An Interview with Samuel Dillon: About His Times at the Times

Jan 2, 2012 by

A two-time Pulitzer prize winner, Mr. Sam Dillon

Michael F. Shaughnessy
Eastern New Mexico University
Portales, New Mexico

1) First of all, how long have you been writing for the New York Times?

I began writing for the Times in October 1992. From 1993 through mid-1995, I covered the New York schools. From 1995 through 2001, I was the Mexico City bureau chief.

When I returned to New York in 2002, I began covering the world of public education, nationally.

2) How did you get started, and when, and what was education like at that time?

I was assigned to cover the New York schools early in my Times career, because the paper was trying to beef up its education coverage, and the first story I wrote in New York, about how schools were portraying Christopher Columbus as an imperialist creep, made the front page, convincing editors that I might be good at schools coverage.

The New York schools in the 1990s were run first by Chancellor Joseph Fernandez, who was forced to resign in a controversy over a so-called rainbow curriculum that focused on sex education. He was replaced by Ramon Cortines, who served under Mayor Giuliani at a time when Giuliani was pushing to get larger control of the schools from the Board of Education.

Education coverage during that period often focused on largely political themes related to this governance struggle. Also, the small schools movement was gaining momentum then, and New York was its epicenter, so I spent a lot of time visiting with people starting small schools.

3) What has been most difficult to write about and most interesting to write about?

I wrote more than 1,000 articles about public education, covering hundreds of themes. Some were obligatory stories about boring topics – those were hard work.

Many of the themes were interesting. Some individual stories I enjoyed writing included a portrait of a school in Wyoming, in which there was one teacher and one student. The school was a mobile home parked on the boy’s remote ranch. The teacher lived with her husband in one end of the mobile home, and taught her student in the other. That was interesting because it was a vivid story about people experiencing a unique situation. Another story I enjoyed writing was about the University of Phoenix, the for-profit university that markets its very expensive classes to poor students, often driving them into debt. Phoenix hated the story, but it was accurate, several years before the Congress began to focus on the problems with for-profit schooling.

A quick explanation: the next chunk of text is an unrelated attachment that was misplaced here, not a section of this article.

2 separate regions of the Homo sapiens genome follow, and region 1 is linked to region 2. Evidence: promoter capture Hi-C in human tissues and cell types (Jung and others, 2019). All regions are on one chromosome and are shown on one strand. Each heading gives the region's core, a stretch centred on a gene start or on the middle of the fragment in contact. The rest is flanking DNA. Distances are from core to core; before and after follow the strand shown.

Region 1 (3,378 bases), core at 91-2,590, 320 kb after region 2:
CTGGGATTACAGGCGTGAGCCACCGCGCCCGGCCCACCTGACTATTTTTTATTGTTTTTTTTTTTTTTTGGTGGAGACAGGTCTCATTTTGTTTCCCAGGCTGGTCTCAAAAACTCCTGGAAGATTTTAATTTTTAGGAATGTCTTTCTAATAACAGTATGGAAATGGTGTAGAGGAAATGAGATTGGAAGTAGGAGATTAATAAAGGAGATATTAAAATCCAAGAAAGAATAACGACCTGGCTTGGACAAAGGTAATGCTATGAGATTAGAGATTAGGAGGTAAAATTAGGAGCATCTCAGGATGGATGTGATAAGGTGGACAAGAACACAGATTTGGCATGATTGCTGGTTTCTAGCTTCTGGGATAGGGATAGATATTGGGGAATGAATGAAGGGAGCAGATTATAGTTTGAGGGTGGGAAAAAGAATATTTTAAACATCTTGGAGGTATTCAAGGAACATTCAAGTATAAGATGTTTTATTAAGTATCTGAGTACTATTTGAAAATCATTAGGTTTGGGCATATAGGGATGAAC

4) In your mind, how has politics impacted education?

There are 15,000 districts in the nation, each with a school board and local politics are at work in every one. At the state level, politics play a role, too, and obviously partisan politics and the passing fancies of the educational arena end up in play in the Congress, so politics plays a big role in federal education laws.

5) Briefly, how has “mainstreaming” or “inclusion” impacted education?

I’m sure you know more about this topic than I do. Sorry.

6) Most recently how has NCLB affected teachers and teaching?

Well, it set up a federal process under which states were required to hold schools accountable for test scores. As a result, teachers have been forced to pay a lot closer attention to preparing students specifically for the state tests in reading and math, administered each spring. That’s been frustrating for huge numbers of teachers. There was a huge debate about NCLB under President Bush. Under Obama, a consensus has formed that the law is misguided and ought to be radically rewritten. Only a few holdouts, most of them Washington insiders who helped write NCLB, still defend it vigorously.

7) We are confronted with massive technological changes. How are the Colleges of Education responding?

I’m not sure. Good topic for an article, but I never examined the colleges of education from that standpoint.

8) In your mind, has there really been an “education president”..and if so, who was it and why?

Most candidates aspire to that role. Its just political rhetoric. The U.S. presidency is way too far removed from the classroom and the complicated matter of running schools and districts to be much of a positive influence. Sometimes presidents use their bully pulpit in constructive ways – as when Obama has urged parents to pay attention to their students’ academic work, and students to study hard.

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